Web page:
Recently retired Humboldt County Sheriff’s Lieutenant Kenny Swithenbank who was at the event spoke up. “John has always been a good guy,” he said. “I knew him when he went away.”
Casali said he loves his community deeply in part because they were so supportive to his family. “When I walked out of jail, there was 50 people sitting in my front yard waiting to help,” he said with tears in his eyes. “My goal is to take care of the people that supported me in my time of need.”
Galen Doherty, program director at Sanctuary Forest, spoke after Casali. He said that his organization received a great deal of support from cannabis growers. Because of marijuana’s illegality, people who cared about the environment in the underground industry “haven’t had an opportunity to demonstrate their commitment to the environment,” he explained. “We raised over $500,000 in 14 months for Sanctuary Forest” in part because of cannabis growers.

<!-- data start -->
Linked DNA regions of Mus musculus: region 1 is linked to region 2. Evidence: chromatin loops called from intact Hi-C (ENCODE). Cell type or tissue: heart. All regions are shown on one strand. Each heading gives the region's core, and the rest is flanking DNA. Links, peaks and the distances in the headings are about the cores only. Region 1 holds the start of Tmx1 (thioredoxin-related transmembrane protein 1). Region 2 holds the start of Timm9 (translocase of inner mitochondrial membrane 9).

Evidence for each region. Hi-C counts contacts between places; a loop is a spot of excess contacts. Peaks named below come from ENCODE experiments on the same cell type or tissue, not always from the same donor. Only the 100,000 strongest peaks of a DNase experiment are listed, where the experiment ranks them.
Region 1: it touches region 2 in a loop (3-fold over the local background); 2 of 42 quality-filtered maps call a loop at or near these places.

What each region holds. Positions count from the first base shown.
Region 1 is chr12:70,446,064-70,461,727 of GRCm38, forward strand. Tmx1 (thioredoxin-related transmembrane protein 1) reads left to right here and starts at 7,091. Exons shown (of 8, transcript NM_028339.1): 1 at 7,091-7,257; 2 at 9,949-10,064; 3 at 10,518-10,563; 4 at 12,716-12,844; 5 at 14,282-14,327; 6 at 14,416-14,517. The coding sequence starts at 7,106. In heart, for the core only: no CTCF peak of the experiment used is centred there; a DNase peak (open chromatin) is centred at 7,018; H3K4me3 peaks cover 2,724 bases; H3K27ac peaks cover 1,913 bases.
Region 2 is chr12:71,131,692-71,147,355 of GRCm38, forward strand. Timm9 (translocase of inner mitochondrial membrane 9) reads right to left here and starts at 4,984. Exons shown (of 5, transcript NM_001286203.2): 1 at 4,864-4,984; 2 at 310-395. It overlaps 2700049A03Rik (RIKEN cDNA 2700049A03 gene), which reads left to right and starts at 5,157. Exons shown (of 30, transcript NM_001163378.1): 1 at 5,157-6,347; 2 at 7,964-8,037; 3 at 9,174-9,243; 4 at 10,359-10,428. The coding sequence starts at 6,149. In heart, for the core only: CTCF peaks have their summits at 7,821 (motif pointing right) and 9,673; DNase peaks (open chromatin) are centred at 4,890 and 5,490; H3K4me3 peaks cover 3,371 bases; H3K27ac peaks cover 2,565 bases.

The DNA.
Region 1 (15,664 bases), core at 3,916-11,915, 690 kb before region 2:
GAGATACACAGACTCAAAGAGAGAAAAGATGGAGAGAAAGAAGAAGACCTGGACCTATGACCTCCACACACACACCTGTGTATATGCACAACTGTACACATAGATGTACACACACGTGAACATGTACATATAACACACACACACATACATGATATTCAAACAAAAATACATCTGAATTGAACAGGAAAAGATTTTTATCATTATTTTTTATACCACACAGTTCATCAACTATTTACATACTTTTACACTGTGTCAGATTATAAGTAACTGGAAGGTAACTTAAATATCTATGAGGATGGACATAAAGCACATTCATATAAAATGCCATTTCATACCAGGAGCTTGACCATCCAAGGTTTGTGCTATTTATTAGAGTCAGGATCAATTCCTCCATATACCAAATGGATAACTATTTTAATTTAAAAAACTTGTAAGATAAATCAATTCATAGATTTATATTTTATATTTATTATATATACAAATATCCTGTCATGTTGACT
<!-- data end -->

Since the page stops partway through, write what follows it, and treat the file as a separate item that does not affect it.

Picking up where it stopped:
“It is not what you are growing but how you are doing it,” he said.
Josh Sweet, a Southern Humboldt businessman, agreed. He described how difficult it is to get a cannabis permit compared to permits for other businesses he is involved in running. “Getting a timber permit was way easier and is more damaging to the land,” he said.
As the tour wrapped up, Terra Carver, Executive Director of the Humboldt County Growers Alliance told the group, “We look forward to a long and prosperous future together.”
Later, the Southern Humboldt Business and Visitors Bureau called the event, “An amazing day of open minds, sharing, education and enlightenment.”